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Why is it that doomsayers popup every now and then with a completely negative message and somehow manage to get major press. Harry Debes, CEO of Law Software has publicly declared that the sky will fall on SaaS (Software as a Service) companies in 2 years. Personally I think it is either a naive, arrogant or plain stupid statement to say “The SaaS market will ‘collapse’ in two years”.

1. Naive

Firstly, SaaS is happening now, growing at a huge rate, and as business models are getting perfected, profit is now coming to the new SaaS players who are committed and have learnt from the mistakes of the larger SaaS dinosaurs of the past..

With rapid development tools such as CFM, ASP, Ruby on Rails, etc and a very low cost of entry, entering the SaaS space has now become the domain of all developers. Because they can, they will, and this will breed a new business economy full of a variety of SaaS business – everything from cheap, small solutions to larger enterprise tools. The massively competitive landscape is here to stay. It won’t collapse, rather the stronger business models will succeed. Not necessarily the biggest companies, but the stronger models.

2. Arrogant

It’s a bit of a heavy statement to make that ALL SaaS businesses will collapse. That’s just crazy and an arrogant statement. All businesses have different dynamics and models and whilst I think that the Enterprise space will always be a harder sell, the SME’s and SMB’s are already warming to SaaS and it’s getting further into the SME culture.

3. Stupid

You said that history repeats itself and people make the same mistakes. To a point I agree, but history also teaches us lessons and many of us learn from them. The mistakes made in SaaS in the early days by the big players are a very different set of mistakes from the ones being made today. But this time it’s different. In the past, some HUGE mistakes caused an entire industry to stop and rethink.

Nowadays, the cost of entry is low and there are so many opportunities that people just learn, adapt, change or move on to something new. In the past, VC money or major capital constraints meant that many companies didn’t get a second chance.  These days, everybody can afford a second, third, forth chance and their learning mistakes don’t collapse the industry in the process.

Some comments I just had to comment on…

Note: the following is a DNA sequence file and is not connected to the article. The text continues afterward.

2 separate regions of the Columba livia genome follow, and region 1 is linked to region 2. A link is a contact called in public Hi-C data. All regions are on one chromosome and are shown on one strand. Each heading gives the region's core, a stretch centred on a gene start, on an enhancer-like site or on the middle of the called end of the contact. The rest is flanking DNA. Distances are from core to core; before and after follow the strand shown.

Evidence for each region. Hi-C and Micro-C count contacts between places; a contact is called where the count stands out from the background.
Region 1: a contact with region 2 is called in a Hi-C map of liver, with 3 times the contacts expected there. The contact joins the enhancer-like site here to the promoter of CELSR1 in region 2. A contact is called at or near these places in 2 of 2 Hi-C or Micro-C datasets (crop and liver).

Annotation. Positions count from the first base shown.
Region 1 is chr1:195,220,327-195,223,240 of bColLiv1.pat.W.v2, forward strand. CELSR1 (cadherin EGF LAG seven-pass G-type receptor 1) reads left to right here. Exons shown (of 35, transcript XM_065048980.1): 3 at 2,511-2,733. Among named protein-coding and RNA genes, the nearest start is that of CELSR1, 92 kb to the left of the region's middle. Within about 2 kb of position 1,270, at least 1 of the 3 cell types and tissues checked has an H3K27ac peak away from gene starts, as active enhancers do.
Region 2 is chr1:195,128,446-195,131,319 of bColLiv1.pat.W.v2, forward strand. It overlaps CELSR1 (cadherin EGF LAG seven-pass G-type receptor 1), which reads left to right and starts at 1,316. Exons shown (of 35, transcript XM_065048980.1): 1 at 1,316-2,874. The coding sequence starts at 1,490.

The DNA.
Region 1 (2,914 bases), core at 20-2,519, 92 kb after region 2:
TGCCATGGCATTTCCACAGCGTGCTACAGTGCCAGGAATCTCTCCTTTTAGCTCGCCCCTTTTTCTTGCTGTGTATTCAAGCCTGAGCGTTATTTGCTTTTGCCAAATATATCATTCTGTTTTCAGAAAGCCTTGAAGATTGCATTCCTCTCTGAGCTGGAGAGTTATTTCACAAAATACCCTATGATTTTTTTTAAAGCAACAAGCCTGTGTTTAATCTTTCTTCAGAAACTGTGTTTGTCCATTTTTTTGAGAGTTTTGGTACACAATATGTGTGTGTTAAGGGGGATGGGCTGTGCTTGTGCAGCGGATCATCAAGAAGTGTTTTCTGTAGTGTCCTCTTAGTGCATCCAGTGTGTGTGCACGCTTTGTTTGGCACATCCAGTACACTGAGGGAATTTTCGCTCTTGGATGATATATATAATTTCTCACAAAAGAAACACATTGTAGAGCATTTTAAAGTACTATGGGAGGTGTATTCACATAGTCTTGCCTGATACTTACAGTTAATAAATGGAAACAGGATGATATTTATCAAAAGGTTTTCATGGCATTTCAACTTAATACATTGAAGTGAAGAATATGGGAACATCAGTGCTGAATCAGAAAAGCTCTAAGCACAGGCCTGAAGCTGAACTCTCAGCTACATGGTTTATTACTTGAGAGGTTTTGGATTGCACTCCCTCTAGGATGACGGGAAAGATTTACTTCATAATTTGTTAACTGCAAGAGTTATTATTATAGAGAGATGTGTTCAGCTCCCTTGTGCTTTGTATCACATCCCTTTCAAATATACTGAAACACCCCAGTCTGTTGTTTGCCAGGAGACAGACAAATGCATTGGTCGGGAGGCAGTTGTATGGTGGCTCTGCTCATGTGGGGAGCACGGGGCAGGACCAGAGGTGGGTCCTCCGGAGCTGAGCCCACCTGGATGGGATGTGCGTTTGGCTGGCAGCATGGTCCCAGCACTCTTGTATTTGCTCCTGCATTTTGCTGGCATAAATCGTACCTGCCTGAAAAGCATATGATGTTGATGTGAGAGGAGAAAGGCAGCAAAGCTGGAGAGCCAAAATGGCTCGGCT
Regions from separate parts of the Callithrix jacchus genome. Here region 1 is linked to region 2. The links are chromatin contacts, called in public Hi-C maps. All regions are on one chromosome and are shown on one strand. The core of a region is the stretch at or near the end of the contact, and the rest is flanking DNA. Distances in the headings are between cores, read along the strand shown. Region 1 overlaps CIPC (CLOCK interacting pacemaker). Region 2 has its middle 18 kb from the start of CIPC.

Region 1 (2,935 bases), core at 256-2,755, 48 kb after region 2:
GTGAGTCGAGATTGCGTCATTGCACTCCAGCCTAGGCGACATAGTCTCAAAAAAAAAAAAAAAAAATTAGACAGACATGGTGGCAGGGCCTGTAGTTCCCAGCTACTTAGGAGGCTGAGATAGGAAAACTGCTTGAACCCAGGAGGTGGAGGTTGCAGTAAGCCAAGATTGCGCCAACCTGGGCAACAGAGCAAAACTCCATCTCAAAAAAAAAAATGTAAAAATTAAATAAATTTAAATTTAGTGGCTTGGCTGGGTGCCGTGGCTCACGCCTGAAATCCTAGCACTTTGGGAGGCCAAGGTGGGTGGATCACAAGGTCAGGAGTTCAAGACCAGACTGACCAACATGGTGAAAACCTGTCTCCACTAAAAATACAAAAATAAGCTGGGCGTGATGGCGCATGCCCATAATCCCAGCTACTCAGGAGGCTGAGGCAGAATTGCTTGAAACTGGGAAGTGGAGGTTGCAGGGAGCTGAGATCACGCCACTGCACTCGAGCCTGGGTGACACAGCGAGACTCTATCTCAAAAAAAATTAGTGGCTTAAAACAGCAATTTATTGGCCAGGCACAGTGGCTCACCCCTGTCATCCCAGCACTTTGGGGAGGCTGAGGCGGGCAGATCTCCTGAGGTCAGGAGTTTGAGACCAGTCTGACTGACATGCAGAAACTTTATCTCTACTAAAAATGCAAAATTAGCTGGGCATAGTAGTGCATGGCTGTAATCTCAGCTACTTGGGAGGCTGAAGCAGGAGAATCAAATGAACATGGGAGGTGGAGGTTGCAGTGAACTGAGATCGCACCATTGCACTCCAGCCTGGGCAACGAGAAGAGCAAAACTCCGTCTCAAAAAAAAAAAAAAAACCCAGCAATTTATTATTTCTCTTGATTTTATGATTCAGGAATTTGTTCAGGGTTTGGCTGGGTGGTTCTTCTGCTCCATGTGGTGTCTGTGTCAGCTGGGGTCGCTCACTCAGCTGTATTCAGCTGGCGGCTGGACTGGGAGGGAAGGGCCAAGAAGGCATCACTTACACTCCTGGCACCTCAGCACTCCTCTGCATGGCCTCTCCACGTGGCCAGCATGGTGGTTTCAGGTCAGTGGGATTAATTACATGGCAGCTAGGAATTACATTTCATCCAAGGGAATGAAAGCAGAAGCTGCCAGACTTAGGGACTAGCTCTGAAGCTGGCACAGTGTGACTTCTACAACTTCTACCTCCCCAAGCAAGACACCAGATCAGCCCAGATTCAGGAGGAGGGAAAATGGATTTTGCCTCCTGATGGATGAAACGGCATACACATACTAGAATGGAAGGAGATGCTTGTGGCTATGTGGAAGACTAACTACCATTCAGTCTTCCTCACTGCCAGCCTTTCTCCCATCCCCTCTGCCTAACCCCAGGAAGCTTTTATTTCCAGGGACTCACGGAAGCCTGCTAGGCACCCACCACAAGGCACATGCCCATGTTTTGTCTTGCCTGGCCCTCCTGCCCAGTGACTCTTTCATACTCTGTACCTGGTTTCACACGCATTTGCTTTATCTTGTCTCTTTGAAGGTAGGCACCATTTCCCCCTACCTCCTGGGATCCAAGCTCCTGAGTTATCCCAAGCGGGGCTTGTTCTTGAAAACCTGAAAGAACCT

“The first time, it was called “service bureaus”. The second time, it was “application service providers”, and now it’s called SaaS.”
– This time around, the culture of business is ready for the technology.

“But it’s pretty much the same thing. And my prediction is that it’ll go the same way as the other two have gone–nowhere.”
– The timing was wrong. Now it’s right for adoption.

“One day Salesforce.com will not deliver its growth projections, and its stock price will tumble in a big hurry. Then, the rest of the [SaaS] industry will collapse.”
– How can you assume the world cares about Salesforce’s stock value? There are MANY profitable SaaS businesses without investment that won’t collapse. Customers are too entrenched – or… wait for it… Just don’t care about Salesforce.

“People are stupid. History has shown it repeats itself, and people make the same mistakes.
– Correct that STUPID people make the same mistakes. INTELLIGENT people learn from them and go on to build successful businesses.

“It was going to take us seven to 10 years before we made any money. That’s nonsense.”
– Well, you’re doing something wrong. We made money from day one and were profitable in a few short years. Just because you can’t figure it out, don’t assume others can’t.

“And SAP’s Business ByDesign is a disaster. [SAP] said it would have 10,000 customers [for ByDesign] within a couple of years. And yet they have less than 100 today, after all that hype and marketing.”
– Sap is a VERY DIFFERENT selling proposition from most SaaS businesses today – it’s a dinosaur.

“You don’t break-even till the four-and-a-half year mark, but here’s a bigger problem–there’s no guarantee that that customer is still going to be yours in four years’ time.”
– Toughen up! There are no customer guarantees… You don’t OWN the customer.

“Getting signed up as a SaaS customer is fast, but getting out is just as fast. Whereas traditional software is like cocaine–you’re hooked.”
– Rubbish! Some SaaS solutions get you ‘data entrenched’ (like project management software) and plenty of code solutions are easy to get rid of (like antivirus).

I think that we all need to accept that the ‘Cloud Computing’ era is dawning upon us. Sure there will be a few rocky patches along the way as there always is with new tech culture, but it is a changing landscape and those who don’t adapt, will fall behind.  Also keep in mind that is is possible to have both a Code and SaaS strategy in play.

So there’s no point being a doomsayer, especially in a new tech culture that will jump on posts like this and tear down the comment. All it’s achieved is that many vocal tech bloggers now have another post to blog about, thus lifting their own blog traffic, scoring another point for the blogosphere and discrediting your thoughts.

Let’s really try to be positive about the future, rather than writing negative posts about how the “SaaS market will ‘collapse’ in two years” – it’s just rubbish…

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About the author:
Julian Stone, CEO – Project Management Software visionary for: ProActiveSoftware.com, ProWorkflow.com & Julian101.com
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About The Author:
Julian Stone begin_of_the_skype_highlighting     end_of_the_skype_highlighting is the CEO of ProActive Software, developers and creators of the leading web based project management software http://www.proworkflow.com.